Last Modified May 27, 2021
The ESP8266 microcontroller is very well prepared to make the most of energy, with very low power modes.
To many people, these low-power modes seem like themes. mystics or occult, within the reach of very few people, a few chosen.
Here you will see that with ESPEasy they are very easy to use and what will they allow you huge energy savings.
What is deep sleep mode?
The deep sleep mode of the ESP8266 consists of the microcontroller falling into a deep sleep, with practically everything offexcept a very small part of the microcontroller that checks if it happens "something" which should cause the rest of the ESP8266 to wake up, coming out of its slumber.
An ESP8266 in deep sleep mode (asleep, and waiting for something happen, to wake up and do it) can consume as little as 8 to 20µA (1 mA = 1000 µA) while a NodeMCU board with its ESP8266 in deep sleep mode consumes around 8-20mA. This is between 500 and 1000 times more!
If you are interested in the topic of low consumption, I recommend that when you finish reading this article, you read this other one. Here you will find all the base you need to know to reach the low consumption Olympus with ESP8266:
What do I need to use the ESP8266 deep sleep mode?
You need two things: a complex hardware external precision that allows the microcontroller to go into a coma and complex programming, almost indecipherable, even for the best programmers in the world.
The hardware for deep sleep
The hardware you need is this:
And programming for deep sleep
The programming you need is this:
In this article I am going to tell you how to take advantage of this high technology easily.
ESPEasy and deep sleep
ESPEasy includes full support to put the processor in deep sleep mode and you can use it from your rules very easily.
The first thing you have to know is that RST pin must be connected to GPIO-16, this is necessary for the ESP8266 to get in and out of its comatose state. This is the use that you will give to the cable that I have taught you before, to make a bridge from RST to GPIO-16, as simple as this.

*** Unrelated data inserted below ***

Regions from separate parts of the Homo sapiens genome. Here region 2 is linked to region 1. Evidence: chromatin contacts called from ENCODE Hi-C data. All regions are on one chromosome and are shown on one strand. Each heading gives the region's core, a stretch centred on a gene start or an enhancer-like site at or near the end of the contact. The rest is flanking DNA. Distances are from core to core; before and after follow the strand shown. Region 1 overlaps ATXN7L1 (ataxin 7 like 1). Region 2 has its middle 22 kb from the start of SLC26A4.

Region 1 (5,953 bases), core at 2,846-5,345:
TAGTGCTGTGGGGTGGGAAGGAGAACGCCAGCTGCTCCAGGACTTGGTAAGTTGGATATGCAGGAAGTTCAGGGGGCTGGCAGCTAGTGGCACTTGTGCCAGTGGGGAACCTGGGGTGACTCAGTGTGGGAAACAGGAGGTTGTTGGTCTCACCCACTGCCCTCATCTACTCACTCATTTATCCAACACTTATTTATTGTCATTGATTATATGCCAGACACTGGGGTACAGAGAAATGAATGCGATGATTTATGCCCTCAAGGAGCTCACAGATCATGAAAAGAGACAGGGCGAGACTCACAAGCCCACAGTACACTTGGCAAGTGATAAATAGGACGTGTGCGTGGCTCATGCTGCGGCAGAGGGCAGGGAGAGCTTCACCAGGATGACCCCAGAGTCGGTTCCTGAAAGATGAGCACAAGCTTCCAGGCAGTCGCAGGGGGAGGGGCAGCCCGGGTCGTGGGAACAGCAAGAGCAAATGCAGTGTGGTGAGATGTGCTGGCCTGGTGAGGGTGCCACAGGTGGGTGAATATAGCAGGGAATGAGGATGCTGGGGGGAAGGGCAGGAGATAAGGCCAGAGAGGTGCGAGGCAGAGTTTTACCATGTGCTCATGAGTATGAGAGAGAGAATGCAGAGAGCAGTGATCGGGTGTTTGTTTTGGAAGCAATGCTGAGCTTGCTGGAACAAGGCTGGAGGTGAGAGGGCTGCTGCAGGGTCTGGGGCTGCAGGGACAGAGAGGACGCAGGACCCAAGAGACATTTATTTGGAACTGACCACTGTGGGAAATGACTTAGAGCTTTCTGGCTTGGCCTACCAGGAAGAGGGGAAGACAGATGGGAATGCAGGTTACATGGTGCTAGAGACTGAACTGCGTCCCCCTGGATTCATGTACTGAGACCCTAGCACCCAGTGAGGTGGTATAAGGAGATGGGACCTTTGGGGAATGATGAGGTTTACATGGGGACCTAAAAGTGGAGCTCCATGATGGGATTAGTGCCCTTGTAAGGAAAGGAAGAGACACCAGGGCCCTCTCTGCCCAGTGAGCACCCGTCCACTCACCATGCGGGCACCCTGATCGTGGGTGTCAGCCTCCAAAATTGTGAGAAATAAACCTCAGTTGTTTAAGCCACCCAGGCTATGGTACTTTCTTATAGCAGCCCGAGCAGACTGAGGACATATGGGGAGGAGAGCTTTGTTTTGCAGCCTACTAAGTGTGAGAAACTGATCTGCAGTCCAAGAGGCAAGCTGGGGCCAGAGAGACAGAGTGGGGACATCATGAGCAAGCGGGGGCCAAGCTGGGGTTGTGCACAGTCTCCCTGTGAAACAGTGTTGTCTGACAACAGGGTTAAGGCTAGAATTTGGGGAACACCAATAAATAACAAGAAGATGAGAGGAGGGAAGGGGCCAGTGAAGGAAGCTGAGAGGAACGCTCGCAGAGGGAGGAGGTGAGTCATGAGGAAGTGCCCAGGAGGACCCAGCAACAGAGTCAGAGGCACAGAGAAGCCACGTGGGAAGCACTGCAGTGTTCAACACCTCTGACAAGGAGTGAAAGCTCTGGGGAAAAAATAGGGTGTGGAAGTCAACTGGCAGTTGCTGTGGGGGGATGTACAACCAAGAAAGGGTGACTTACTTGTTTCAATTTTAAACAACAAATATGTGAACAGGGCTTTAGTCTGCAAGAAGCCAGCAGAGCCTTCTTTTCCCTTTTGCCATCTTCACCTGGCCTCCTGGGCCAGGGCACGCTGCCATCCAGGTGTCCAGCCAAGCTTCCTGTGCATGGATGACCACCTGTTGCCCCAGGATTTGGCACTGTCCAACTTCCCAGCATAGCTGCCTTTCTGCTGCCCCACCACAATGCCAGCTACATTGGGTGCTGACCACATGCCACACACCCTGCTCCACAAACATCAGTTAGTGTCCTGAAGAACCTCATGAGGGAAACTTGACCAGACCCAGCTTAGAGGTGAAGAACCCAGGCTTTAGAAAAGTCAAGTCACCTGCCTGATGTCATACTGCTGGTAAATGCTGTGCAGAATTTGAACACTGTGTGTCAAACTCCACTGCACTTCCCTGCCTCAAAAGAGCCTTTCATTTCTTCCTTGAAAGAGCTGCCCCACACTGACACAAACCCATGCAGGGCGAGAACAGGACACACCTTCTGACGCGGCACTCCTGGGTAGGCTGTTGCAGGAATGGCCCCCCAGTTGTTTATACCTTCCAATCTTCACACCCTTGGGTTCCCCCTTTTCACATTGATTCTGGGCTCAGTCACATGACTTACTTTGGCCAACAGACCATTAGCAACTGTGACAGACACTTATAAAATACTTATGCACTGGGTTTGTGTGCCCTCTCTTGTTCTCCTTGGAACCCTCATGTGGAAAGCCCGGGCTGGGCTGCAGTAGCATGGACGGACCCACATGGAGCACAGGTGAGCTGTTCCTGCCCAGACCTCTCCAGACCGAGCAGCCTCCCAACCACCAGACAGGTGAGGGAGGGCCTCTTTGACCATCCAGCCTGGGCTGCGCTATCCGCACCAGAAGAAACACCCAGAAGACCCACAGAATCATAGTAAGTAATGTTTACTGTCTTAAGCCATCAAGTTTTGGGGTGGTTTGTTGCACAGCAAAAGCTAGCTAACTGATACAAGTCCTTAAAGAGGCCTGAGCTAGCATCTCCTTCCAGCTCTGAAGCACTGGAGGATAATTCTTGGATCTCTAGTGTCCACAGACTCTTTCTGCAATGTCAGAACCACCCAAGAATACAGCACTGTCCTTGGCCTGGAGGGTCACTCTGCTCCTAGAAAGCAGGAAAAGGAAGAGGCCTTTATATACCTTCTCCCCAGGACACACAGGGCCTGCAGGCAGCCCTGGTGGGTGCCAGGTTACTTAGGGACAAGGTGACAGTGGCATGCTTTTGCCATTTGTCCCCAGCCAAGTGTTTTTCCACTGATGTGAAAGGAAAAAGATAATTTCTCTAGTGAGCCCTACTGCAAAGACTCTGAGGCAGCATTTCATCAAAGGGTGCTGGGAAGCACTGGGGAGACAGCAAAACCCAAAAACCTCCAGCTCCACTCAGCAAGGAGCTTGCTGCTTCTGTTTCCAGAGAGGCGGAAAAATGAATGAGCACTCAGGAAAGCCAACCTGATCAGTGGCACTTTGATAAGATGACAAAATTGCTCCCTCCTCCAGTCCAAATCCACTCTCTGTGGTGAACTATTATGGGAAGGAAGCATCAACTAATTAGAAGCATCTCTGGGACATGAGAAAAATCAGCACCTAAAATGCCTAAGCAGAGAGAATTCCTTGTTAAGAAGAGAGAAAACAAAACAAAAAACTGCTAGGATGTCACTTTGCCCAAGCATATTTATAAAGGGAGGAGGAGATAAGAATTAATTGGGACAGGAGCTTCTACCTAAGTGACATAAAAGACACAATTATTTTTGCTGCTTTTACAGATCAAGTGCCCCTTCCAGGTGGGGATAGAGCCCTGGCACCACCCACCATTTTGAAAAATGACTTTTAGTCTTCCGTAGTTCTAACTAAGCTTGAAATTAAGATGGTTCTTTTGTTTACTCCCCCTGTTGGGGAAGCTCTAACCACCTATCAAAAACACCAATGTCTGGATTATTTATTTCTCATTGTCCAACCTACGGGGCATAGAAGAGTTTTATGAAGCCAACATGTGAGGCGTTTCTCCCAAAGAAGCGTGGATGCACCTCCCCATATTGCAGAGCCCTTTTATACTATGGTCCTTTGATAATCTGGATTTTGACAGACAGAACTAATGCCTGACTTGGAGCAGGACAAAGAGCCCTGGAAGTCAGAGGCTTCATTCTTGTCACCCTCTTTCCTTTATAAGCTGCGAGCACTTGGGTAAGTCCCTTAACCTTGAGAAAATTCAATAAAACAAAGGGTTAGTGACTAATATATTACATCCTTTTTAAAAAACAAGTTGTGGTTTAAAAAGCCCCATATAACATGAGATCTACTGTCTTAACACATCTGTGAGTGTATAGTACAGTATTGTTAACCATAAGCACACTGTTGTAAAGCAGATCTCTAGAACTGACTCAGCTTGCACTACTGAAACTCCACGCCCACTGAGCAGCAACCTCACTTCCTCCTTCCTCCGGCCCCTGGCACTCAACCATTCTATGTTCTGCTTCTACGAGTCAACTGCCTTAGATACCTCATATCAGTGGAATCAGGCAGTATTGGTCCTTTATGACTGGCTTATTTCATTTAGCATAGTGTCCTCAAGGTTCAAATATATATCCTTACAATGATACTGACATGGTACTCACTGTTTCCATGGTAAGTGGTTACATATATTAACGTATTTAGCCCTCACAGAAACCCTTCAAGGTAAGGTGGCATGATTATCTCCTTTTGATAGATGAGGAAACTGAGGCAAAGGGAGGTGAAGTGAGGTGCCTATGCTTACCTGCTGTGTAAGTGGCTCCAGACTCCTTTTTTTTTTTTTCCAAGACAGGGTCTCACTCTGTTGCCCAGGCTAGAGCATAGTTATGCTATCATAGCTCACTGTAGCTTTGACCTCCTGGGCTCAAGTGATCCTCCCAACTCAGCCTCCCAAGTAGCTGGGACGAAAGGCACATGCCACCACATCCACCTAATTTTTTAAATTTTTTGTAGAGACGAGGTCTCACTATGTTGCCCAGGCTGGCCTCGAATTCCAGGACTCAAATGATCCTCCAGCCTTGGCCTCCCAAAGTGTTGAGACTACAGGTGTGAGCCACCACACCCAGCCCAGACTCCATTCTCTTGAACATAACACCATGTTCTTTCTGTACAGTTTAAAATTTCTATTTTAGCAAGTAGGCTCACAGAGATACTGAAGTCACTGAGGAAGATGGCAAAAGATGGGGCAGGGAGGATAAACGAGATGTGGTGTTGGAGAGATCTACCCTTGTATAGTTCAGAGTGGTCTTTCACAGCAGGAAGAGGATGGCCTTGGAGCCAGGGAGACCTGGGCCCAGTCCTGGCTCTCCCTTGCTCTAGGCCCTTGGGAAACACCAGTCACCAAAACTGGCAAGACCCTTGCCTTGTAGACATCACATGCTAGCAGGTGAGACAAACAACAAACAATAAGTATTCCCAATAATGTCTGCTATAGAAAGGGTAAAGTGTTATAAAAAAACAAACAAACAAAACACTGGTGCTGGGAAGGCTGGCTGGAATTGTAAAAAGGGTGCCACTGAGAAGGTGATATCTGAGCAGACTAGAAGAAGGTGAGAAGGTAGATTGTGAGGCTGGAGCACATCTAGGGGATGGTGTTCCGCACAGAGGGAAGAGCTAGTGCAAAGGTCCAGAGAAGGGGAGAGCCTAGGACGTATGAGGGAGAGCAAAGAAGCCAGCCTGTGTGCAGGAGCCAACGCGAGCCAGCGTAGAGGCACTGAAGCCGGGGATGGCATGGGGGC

For the ESP8266 to enter that comatose state, you only have to call from a rule (or a command, for example):
Where "X" is the time, in microseconds, that you want the ESP8266 to be in deep sleep mode.
When that time has elapsed, the ESP8266 will come out of his deep coma and the execution will begin, exactly the same as if we just turned it on.
Here I explain the details about this mode.
This is what happens when the ESP8266 wakes up from its deep nap and ESP Easy starts working again:
- It tries to connect via wifi to the defined SSID, and to the SSID2 if it is defined and SSID fails.
- If you cannot connect and you have enabled the option Sleep on connection failure, it returns to deep sleep immediately (this is good if you have to do something with wifi and it is not available, why wait any longer, wasting energy?)
- It will send all the sensor measurements at the same time (ignoring the delays that have been defined).
- It will turn off and sleep for the number of seconds set in the Sleep Delay setting. Deepsleep uses a 32-bit internal counter in uSecs. That means it's running up to 4294 seconds, longer delays won't work. That is to say. longest sleep time is about 1 hour 11 minutes.
Wake up ESP8266 manually
If you specify a deepsleep, 0 the ESP8266 will enter deep sleep mode without a set time to wake you up.
You will have to wake up the device yourself connecting RST to GND, with a button, for example, or a simple cable.
This is a very useful mode if what we want is to do something like a door or window sensor with a magnetic sensor (which we will connect between RST and GND) and that will make the ESP8266 wake up the moment that contact closes, a few seconds or months have passed since the last time.
Coming out of deep sleep
When deep sleep mode is active, you cannot connect to the web interface. In fact, the ESP8266 is off and there is only a small timer circuit on to wake up the main core of the ESP8266 when the time comes.
There are three ways to get out of deep sleep mode:
Turn off the ESP8266 and reconnect power. You will have 30 seconds to connect to the web interface and disable deep sleep mode (you will get information on the serial port).
Temporary deactivation of deep sleep using a bridge
If 30 seconds is too short for you, you can use this method.
Disconnect GPIO-16 from RST and connect it to GND. Reconnect the ESP8266.
Now deep sleep will be disabled and the ESP8266 will work normally, until you reconnect GPIO-16 to RST.
This requires a version of ESPEasy v2.0.0-dev6 or newer.
If all else fails, just perform a factory reset. You will lose all your settings!
The reset is done by connecting the RX and TX pins together while resetting the ESP8266. Turn off the device. Then, remove the connector between the RX and TX pins. Reboot and install ESPEasy firmware again.
If this doesn't work, try loading the blank image to match the size of the memory installed on the device. Reboot and wait 5 minutes. Then load the firmware you want to use. Reboot and wait 5 minutes.
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